ORGANIZATION OF THE HANDBOOK
My central organizational plan for the Handbook of Psychological Assessment replicates the sequence practitioners follow when performing an evaluation. They are initially concerned with clarifying their roles, ensuring that they understand all the implications of the referral question, deciding which procedures would be most appropriate for the assessment, and reminding themselves of the potential problems associated with clinical judgment (Chapter 1). They also need to understand the context in which they will conduct the assessment. This understanding includes appreciating the issues, concerns, terminology, and likely roles of the persons from these contexts. Practitioners also must have clear ethical guidelines, know how to work with persons from diverse backgrounds, and recognize issues related to computer-assisted assessment and the ways that the preceding factors might influence their selection of procedures (see Chapter 2).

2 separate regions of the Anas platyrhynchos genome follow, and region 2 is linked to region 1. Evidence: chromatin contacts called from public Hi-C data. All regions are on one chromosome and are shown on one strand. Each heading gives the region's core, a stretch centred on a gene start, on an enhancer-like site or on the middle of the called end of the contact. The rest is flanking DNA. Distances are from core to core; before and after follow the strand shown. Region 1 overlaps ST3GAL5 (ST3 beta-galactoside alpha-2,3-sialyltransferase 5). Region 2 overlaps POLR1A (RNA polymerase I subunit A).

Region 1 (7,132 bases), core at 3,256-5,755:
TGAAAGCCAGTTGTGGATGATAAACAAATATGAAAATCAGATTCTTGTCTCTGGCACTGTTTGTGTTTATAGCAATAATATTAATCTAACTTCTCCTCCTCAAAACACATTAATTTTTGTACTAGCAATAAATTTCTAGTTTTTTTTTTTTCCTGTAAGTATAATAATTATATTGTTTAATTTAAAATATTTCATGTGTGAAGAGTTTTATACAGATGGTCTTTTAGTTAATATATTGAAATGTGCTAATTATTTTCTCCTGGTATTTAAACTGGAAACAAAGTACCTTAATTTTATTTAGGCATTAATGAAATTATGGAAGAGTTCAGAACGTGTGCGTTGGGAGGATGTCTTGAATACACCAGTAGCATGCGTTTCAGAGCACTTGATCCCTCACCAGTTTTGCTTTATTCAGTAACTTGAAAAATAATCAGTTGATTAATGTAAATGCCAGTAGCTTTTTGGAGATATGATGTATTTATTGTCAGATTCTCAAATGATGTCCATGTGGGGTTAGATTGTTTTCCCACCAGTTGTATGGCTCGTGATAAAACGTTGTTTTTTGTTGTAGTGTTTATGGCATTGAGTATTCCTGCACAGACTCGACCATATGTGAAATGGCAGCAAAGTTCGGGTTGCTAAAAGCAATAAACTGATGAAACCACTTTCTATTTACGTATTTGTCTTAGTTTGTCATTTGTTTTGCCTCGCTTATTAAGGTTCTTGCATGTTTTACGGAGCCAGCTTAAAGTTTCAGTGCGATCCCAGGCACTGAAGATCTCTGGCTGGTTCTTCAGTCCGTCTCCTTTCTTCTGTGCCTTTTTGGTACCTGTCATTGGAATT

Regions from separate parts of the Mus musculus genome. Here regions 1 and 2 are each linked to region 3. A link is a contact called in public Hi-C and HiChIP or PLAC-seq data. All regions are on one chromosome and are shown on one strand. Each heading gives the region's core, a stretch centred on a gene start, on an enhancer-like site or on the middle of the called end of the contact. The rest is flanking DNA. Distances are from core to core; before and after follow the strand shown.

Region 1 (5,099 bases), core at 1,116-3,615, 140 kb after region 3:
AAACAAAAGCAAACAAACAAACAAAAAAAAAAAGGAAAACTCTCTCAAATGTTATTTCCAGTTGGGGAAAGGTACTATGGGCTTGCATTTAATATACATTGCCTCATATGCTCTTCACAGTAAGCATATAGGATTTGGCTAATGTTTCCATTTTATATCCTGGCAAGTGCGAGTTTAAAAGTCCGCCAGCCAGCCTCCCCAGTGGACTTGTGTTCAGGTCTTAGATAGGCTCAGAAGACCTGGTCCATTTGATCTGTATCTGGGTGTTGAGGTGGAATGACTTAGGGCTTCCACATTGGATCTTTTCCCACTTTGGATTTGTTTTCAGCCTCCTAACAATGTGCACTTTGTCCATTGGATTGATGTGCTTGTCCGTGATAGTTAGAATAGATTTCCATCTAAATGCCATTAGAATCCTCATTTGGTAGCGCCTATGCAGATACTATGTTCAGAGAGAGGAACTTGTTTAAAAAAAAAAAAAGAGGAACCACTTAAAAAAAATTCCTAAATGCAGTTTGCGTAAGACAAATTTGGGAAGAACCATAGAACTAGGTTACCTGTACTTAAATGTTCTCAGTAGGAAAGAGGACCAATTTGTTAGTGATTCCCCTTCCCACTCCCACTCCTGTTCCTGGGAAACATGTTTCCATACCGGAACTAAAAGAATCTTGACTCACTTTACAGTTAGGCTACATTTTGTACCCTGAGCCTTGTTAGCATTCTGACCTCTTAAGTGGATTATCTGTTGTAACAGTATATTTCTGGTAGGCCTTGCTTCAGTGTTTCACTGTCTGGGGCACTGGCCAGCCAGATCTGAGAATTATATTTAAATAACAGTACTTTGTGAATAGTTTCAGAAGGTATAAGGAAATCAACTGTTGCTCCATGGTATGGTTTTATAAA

Once practitioners have fully understood the preliminary issues discussed in Chapters 1 and 2, they must select different strategies of assessment. The three major strategies are interviewing, observing behavior, and psychological testing. An interview is likely to occur during the initial phases of assessment and is also essential in interpreting test scores and understanding behavioral observations (see Chapter 3). The assessment of actual behaviors might also be undertaken (see Chapter 4). Behavioral assessment might be either an end in itself, or an adjunct to testing. It might involve a variety of strategies such as the measurement of overt behaviors, cognitions, alterations in physiology, or relevant measures from self-report inventories.